With his #KalboGamma posts and #AddtoCartAdventures with his wife Monica, the internet is losing itself over Eri Neeman and his brand of self-deprecating humor. There is no shortage of hilarious comments, jabs, and impressive fan edits referencing his naked dome and couch exiles, all in good fun. As his followers put it, Neeman’s content is a welcome break – or a bright light –amidst the seemingly endless doom-scrolling on our feeds.
“I get a lot of sincere messages from fans saying “Thank you so much. You make me laugh. You are my midterm pill,” says the 36-year-old comedian. “That makes my day. So I’m like, “No worries, man. Kahit t*rant*do ka, okay lang.”
This endless banter with his community is the lifeblood of Neeman’s content – and the envy of content creators, who know that audience loyalty is rare and valuable. Like his contemporaries such as Red Ollero and James Caraan, Neeman has leveraged social media to introduce his brand of comedy to a broader market while boosting his career in the process.
“I started in hosting. I’ve been doing that for more than 15 years,” says Neeman, who inserts sneak peeks into his hosting gigs, usually with weddings, in between bits with his audience and fellow creators.
He has dabbled in acting, mostly in supporting roles for shows and films under ABS-CBN and GMA. He also auditioned for MTV’s VJ hunt, where he described one performance as “horrible.” But it is on the stage where Neeman found his groove, leveraging his passion for improv to hone his hosting and content.
“I wanted to be funny. I love making people laugh,” said the actor, who did standup for seven years and founded Comedy Manila with comedian GB Labrador. “I remember watching John Santos, who was so hilarious. Whenever I see someone who can make people laugh, I go, “Wow” like I saw a superhero.”
“I’m like “Ang galing, how do you do that?” I truly admire people who can.”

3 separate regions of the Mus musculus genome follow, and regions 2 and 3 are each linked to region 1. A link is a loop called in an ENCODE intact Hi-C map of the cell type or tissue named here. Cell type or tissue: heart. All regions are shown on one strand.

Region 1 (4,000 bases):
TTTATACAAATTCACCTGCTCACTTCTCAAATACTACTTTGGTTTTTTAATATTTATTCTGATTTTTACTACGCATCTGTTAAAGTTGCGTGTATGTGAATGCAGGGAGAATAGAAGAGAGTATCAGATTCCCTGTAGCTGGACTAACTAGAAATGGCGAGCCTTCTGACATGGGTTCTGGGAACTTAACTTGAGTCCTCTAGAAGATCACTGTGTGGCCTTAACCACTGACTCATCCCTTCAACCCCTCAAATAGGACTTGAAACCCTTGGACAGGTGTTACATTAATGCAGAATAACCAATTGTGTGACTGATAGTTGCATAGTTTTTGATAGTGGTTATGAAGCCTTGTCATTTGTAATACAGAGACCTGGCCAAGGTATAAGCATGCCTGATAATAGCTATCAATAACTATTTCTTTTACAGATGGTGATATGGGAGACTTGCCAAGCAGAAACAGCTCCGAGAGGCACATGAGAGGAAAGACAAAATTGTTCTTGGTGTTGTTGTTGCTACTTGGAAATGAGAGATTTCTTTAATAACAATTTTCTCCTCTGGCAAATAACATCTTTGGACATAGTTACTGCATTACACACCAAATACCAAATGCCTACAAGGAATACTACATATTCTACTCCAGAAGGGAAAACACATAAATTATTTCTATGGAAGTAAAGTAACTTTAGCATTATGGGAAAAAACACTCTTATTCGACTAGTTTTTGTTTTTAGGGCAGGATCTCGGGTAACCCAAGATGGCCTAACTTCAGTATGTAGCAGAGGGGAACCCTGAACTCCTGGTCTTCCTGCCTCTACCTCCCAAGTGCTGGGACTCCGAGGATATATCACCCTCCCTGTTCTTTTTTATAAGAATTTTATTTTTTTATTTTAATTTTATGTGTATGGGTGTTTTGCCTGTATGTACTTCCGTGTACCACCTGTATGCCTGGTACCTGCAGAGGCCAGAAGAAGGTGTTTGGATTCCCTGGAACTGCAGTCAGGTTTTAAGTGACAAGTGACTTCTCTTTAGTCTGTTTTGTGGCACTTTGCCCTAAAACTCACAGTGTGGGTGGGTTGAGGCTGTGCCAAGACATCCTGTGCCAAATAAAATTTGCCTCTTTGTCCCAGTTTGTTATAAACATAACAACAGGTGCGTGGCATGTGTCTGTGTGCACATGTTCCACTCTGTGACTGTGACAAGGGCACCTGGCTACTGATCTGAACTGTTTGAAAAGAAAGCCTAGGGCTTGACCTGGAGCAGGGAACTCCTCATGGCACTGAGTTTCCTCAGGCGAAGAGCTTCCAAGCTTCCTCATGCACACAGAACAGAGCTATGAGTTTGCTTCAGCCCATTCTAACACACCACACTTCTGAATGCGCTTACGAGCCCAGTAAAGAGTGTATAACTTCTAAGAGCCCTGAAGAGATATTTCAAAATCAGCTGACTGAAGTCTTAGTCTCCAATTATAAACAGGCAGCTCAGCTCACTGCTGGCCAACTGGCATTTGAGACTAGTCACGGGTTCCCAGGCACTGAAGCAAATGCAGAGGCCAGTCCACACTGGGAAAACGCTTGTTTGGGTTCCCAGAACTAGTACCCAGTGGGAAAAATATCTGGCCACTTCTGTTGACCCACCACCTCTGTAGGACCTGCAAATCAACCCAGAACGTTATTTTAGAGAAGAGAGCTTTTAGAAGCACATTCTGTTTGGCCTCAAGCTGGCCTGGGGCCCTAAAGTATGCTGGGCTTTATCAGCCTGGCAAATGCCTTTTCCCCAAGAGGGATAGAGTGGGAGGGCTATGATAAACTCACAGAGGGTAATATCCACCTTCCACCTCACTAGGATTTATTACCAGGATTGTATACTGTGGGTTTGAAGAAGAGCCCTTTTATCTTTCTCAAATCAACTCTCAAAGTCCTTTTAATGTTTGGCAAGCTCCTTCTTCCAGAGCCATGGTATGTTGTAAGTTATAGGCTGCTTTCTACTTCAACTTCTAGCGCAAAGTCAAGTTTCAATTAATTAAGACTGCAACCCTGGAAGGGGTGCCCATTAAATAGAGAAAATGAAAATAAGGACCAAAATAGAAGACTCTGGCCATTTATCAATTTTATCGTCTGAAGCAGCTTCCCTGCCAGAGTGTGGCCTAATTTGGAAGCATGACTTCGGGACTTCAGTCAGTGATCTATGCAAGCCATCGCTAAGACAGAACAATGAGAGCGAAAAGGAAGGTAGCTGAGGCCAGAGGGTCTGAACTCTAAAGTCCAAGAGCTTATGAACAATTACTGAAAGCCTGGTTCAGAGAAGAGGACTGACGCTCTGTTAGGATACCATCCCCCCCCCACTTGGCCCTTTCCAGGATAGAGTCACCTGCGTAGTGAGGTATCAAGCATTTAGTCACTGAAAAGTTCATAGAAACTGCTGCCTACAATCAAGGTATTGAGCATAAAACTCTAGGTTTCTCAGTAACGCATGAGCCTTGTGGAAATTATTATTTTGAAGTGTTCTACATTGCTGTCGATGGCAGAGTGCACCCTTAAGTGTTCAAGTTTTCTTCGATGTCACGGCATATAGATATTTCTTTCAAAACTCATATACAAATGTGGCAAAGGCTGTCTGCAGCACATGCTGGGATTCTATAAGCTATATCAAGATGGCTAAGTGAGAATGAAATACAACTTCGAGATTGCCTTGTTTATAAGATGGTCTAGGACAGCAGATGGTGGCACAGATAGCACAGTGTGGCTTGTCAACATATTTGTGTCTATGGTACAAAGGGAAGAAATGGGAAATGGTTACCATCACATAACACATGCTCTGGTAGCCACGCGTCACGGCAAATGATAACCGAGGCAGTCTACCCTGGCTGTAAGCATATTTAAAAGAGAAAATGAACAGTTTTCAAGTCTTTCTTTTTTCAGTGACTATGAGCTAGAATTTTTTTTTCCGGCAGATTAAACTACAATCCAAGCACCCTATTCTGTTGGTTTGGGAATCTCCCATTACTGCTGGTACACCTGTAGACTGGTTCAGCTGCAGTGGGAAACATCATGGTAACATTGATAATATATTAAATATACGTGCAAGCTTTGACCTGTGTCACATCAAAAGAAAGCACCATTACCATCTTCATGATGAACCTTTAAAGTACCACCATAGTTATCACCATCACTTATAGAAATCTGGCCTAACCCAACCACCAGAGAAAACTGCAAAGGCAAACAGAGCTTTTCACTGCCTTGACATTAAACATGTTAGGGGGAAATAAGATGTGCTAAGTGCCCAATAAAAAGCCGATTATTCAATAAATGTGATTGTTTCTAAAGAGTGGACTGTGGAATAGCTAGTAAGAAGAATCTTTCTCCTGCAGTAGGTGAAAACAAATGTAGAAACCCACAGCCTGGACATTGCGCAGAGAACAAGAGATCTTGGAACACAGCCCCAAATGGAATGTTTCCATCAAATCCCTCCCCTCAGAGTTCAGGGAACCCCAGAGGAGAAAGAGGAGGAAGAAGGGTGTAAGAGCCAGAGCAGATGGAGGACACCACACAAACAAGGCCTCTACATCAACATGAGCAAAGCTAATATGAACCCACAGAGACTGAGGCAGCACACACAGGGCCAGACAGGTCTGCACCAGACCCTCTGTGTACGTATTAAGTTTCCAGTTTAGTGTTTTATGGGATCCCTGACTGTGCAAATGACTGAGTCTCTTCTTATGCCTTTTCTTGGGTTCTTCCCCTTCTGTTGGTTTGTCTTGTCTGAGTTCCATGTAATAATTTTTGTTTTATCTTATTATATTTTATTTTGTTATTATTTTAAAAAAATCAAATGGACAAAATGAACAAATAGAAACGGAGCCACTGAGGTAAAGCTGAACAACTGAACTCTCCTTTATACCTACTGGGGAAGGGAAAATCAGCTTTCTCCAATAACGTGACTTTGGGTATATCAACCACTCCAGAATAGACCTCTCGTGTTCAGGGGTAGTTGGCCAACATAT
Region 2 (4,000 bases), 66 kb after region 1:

Between his standup days, event hosting, and marital shenanigans, Eri Neeman has shared a lot with his followers. But the comedian unveiled another side: his unbridled love for sneakers.
Neeman has made a name in the hosting community for his suits + sneakers combination, his go-to for any type of function. He says this love affair started due to his desire for comfort, which reflects his personality in his routines.
“I never liked the leather shoe route because it’s uncomfortable. I like walking around because I have a lot of energy. It’s hard to do comedy when you can’t move.”
“I like the whole no-tie, button-up look with a white pair. If I could wear that all the time, I would. There was a period when I was known in the wedding community for hosting with sneakers. They’re just comfy.”
Eri has many tastes, and his willingness to share them makes him one of the must-follow content creators today. Below is our conversation with Eri Neeman about his sneaker recos, his all-time GOAT pair, and the secret to good content.
What’s your fave suit and sneaker combo?
With sneakers, the first thing that gets me is, “Does the look feel like me?”. The type that makes you go, “I want it!” The last time I felt that was with the black and blue Nike Sacai LD Waffle. It looks so clean and different.
Going with slim sneakers works well if you want a nice sleek look with your suit. The New Balance 247 or 327 is a good look for that. You can also go with Chucks, Stan Smiths, or Common Projects.